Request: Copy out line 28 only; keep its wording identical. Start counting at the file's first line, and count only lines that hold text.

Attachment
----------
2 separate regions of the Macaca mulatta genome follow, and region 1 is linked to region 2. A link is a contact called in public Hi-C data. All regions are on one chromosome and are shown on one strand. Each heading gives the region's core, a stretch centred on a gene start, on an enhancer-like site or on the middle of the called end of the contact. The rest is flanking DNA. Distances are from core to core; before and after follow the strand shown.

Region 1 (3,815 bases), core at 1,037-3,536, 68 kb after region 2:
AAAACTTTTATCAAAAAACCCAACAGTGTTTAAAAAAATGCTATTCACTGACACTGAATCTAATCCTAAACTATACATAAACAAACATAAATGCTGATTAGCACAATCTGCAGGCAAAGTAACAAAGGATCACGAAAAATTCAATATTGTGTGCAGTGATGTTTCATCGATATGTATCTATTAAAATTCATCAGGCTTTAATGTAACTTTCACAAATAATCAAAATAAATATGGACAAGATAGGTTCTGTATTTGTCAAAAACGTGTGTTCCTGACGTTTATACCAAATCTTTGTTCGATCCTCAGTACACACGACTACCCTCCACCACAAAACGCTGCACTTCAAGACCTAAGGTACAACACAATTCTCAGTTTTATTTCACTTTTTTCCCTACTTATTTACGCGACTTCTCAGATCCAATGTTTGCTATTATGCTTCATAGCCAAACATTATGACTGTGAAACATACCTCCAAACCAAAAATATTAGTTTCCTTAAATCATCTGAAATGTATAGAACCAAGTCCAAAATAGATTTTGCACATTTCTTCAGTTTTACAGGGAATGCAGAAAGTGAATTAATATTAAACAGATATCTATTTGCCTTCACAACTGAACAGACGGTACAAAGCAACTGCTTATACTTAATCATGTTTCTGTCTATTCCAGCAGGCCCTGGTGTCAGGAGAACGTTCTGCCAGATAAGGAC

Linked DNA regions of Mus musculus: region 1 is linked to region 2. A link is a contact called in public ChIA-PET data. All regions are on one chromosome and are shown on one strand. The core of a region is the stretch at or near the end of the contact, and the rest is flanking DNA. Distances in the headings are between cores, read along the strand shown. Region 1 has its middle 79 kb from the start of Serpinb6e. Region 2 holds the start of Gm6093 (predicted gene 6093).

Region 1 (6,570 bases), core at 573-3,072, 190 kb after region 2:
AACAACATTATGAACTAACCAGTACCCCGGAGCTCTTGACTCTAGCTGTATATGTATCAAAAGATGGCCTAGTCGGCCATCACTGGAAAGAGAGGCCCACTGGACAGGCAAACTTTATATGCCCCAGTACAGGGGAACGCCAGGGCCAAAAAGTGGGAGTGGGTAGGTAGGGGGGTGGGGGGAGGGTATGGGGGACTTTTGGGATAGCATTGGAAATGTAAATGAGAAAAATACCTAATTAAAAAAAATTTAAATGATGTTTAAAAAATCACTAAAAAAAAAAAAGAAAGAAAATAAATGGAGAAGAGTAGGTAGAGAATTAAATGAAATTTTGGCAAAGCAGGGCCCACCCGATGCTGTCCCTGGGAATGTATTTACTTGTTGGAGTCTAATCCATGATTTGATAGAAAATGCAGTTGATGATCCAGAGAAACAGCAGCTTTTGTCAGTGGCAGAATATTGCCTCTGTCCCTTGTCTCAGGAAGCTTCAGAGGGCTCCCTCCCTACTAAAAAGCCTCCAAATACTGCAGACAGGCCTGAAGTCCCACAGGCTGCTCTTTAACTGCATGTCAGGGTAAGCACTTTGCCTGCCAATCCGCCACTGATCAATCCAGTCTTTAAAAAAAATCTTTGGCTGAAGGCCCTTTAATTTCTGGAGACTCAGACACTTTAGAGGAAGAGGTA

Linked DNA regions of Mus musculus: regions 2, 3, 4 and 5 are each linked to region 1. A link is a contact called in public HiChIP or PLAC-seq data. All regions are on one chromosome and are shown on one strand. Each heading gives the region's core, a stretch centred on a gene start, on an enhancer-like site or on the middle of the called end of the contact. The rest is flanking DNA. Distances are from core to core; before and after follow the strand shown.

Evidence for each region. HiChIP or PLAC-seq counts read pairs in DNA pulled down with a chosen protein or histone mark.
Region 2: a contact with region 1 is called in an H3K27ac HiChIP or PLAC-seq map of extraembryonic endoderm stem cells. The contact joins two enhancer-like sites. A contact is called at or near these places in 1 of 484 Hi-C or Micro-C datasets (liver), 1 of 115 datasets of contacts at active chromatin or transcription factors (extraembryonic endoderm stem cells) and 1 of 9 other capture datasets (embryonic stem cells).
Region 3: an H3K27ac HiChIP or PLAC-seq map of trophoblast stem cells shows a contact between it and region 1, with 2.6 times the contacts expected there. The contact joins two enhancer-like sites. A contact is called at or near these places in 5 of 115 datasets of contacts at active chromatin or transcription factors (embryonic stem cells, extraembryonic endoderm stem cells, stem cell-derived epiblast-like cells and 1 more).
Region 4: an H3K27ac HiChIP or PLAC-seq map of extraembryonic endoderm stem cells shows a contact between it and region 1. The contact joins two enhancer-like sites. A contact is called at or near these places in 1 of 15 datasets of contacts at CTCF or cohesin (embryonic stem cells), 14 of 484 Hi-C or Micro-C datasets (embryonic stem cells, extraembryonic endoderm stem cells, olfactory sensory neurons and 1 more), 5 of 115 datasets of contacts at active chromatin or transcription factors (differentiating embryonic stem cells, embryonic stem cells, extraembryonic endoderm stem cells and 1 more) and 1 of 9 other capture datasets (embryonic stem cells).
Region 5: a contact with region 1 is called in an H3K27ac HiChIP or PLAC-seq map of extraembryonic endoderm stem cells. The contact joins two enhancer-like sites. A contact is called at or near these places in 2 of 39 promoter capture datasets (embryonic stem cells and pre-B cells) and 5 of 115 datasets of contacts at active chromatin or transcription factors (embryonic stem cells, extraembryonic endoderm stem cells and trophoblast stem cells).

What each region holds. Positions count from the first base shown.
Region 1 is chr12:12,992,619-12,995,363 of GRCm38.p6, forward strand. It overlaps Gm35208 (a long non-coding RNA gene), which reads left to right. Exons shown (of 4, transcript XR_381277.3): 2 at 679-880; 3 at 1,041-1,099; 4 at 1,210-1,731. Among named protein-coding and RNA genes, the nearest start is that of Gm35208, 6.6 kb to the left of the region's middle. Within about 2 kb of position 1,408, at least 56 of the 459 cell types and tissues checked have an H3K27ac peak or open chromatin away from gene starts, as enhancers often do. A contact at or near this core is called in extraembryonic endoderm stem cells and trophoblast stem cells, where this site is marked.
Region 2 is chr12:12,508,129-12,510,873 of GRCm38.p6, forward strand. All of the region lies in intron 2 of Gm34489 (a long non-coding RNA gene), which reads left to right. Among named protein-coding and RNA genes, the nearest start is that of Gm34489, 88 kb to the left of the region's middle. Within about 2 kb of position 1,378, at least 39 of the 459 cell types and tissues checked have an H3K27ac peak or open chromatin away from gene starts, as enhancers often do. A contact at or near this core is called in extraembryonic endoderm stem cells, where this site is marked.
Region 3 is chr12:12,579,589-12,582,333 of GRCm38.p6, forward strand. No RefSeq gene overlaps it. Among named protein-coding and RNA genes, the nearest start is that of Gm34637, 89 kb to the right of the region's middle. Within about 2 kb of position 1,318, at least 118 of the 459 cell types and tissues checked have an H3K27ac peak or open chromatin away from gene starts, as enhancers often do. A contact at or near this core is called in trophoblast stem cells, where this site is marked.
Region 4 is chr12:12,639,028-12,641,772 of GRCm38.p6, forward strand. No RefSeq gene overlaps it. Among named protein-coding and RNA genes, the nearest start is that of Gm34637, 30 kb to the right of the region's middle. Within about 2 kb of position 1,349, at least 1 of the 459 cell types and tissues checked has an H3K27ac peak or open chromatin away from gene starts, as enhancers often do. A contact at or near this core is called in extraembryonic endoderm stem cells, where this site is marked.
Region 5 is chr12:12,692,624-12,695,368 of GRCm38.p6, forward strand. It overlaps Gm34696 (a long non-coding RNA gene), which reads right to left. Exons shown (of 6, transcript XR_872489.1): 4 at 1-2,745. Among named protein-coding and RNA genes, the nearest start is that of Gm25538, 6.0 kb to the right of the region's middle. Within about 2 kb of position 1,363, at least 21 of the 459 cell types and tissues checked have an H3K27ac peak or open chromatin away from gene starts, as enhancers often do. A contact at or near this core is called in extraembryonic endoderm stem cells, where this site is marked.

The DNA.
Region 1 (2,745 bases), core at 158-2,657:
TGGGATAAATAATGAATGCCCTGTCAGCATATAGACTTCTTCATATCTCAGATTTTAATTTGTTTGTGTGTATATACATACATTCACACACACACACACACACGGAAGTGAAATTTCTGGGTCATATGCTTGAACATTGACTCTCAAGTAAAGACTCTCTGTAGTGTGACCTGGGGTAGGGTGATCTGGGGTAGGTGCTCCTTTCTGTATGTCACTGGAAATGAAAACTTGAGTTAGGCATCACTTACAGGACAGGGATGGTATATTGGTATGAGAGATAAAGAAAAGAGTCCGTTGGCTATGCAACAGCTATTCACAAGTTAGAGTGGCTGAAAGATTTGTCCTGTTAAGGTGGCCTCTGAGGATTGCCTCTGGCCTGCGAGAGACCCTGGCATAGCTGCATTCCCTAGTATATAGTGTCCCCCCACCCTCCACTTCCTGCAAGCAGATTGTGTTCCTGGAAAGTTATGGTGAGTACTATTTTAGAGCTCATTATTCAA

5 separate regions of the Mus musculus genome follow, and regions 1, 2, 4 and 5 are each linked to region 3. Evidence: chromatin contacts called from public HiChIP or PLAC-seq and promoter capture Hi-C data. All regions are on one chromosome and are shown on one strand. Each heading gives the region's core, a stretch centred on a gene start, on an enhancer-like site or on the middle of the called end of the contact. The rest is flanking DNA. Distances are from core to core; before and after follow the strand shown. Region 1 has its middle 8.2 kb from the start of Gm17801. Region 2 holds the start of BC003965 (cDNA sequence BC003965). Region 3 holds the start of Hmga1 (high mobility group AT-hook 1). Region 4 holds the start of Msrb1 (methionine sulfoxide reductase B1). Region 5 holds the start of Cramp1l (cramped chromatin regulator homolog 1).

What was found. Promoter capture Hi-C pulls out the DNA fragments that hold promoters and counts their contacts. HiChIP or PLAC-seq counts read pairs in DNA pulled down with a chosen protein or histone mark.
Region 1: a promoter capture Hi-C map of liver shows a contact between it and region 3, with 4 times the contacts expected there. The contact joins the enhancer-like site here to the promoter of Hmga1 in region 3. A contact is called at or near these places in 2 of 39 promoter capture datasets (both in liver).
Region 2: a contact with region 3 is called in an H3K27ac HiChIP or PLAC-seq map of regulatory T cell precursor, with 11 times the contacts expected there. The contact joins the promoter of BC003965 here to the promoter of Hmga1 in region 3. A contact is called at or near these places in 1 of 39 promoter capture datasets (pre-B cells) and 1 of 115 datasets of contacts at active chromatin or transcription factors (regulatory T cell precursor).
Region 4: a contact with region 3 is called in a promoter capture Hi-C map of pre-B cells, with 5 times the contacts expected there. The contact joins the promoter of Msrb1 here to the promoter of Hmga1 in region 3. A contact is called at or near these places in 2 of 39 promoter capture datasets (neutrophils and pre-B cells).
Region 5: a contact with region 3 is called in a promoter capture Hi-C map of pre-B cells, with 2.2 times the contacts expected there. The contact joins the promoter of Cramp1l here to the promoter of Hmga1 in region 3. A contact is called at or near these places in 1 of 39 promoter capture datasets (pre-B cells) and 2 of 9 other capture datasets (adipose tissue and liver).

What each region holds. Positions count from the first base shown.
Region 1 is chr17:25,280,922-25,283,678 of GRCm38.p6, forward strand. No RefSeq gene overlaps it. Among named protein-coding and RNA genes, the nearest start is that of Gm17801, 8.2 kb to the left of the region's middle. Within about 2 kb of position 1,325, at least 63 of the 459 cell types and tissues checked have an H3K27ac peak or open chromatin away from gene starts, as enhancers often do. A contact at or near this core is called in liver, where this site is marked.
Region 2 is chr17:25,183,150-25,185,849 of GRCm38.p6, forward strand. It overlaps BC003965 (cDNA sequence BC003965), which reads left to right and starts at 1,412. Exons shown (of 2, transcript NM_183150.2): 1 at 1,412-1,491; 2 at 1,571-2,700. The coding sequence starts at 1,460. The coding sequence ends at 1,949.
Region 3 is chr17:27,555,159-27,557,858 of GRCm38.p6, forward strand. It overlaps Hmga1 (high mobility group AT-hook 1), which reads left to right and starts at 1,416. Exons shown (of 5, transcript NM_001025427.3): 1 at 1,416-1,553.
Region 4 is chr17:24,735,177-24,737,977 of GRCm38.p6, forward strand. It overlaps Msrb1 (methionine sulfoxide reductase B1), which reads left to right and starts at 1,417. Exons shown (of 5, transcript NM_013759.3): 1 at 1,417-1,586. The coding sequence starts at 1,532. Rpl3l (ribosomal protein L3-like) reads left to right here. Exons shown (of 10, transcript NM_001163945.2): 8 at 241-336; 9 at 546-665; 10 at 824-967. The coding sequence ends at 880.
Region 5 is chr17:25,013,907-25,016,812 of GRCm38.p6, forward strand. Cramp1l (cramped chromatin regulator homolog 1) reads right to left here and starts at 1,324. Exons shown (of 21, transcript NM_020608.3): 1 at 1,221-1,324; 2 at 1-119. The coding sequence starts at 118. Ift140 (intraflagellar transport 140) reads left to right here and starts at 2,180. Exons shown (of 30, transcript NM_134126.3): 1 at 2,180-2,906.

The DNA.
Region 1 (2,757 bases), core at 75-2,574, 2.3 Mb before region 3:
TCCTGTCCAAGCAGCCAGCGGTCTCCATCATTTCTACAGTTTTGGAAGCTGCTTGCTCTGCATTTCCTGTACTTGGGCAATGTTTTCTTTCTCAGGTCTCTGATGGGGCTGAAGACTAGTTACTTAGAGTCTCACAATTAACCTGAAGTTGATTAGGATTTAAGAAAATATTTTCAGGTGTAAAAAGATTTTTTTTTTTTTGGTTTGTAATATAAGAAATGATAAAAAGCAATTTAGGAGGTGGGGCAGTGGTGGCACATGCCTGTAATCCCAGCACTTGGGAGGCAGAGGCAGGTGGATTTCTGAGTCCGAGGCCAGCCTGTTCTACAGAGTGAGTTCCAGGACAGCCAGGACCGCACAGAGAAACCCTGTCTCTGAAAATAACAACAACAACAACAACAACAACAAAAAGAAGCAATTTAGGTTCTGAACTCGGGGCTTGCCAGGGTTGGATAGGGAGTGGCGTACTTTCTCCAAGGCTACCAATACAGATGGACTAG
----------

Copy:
What each region holds. Positions count from the first base shown.